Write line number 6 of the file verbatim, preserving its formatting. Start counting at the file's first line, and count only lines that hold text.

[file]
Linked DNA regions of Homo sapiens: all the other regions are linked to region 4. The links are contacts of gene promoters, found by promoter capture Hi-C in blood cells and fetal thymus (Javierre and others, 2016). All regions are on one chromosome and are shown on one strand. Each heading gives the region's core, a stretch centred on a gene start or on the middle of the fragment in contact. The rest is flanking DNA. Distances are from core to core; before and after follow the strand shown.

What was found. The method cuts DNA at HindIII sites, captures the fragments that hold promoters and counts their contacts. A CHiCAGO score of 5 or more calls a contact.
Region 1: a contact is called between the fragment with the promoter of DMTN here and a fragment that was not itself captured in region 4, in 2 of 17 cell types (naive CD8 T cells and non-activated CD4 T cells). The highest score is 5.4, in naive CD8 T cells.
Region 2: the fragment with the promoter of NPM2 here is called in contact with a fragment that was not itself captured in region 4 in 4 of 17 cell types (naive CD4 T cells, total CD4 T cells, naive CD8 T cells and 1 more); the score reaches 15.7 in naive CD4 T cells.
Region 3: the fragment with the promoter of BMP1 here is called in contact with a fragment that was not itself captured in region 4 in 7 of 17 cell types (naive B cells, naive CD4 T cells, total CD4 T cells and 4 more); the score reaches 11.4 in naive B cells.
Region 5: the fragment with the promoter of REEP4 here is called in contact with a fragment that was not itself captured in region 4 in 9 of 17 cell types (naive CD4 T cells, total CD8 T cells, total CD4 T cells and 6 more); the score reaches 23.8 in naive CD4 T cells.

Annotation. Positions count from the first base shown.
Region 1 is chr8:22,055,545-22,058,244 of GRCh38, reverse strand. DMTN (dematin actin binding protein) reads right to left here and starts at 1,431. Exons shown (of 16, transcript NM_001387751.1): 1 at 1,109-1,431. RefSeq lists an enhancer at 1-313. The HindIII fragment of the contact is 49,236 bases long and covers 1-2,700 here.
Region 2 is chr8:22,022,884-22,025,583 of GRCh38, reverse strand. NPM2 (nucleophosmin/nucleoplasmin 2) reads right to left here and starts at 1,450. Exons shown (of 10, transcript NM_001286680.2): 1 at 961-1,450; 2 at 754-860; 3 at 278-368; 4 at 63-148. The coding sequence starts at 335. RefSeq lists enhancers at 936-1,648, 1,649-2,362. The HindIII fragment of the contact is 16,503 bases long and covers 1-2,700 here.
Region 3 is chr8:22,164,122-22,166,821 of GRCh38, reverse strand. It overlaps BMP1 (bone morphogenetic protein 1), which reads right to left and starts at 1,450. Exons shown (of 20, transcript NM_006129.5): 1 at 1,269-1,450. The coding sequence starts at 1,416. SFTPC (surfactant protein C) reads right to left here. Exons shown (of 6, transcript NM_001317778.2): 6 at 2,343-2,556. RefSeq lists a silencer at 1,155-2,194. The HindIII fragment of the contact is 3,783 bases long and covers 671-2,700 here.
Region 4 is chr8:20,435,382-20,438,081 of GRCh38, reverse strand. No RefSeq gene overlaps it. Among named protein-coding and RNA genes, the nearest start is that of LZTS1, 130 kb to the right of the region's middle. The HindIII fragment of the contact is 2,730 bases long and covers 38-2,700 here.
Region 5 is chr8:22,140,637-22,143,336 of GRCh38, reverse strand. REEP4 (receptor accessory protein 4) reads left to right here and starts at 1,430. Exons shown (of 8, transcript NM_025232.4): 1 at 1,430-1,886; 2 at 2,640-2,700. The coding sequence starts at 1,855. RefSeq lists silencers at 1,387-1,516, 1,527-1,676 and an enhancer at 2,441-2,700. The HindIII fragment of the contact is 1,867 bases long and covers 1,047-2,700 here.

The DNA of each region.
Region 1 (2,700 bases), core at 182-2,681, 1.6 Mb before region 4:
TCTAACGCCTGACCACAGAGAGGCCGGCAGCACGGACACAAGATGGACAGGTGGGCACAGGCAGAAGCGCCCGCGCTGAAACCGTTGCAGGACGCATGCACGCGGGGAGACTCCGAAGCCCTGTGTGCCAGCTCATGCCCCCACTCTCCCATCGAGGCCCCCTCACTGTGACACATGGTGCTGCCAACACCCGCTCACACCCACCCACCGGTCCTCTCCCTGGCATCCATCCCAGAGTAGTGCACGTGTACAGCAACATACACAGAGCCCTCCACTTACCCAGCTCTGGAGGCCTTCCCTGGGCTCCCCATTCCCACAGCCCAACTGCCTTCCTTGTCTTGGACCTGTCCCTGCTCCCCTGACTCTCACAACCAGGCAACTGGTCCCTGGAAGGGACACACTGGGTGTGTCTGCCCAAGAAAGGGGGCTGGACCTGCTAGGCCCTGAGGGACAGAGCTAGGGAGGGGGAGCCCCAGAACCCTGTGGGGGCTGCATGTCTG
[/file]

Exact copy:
Region 5: the fragment with the promoter of REEP4 here is called in contact with a fragment that was not itself captured in region 4 in 9 of 17 cell types (naive CD4 T cells, total CD8 T cells, total CD4 T cells and 6 more); the score reaches 23.8 in naive CD4 T cells.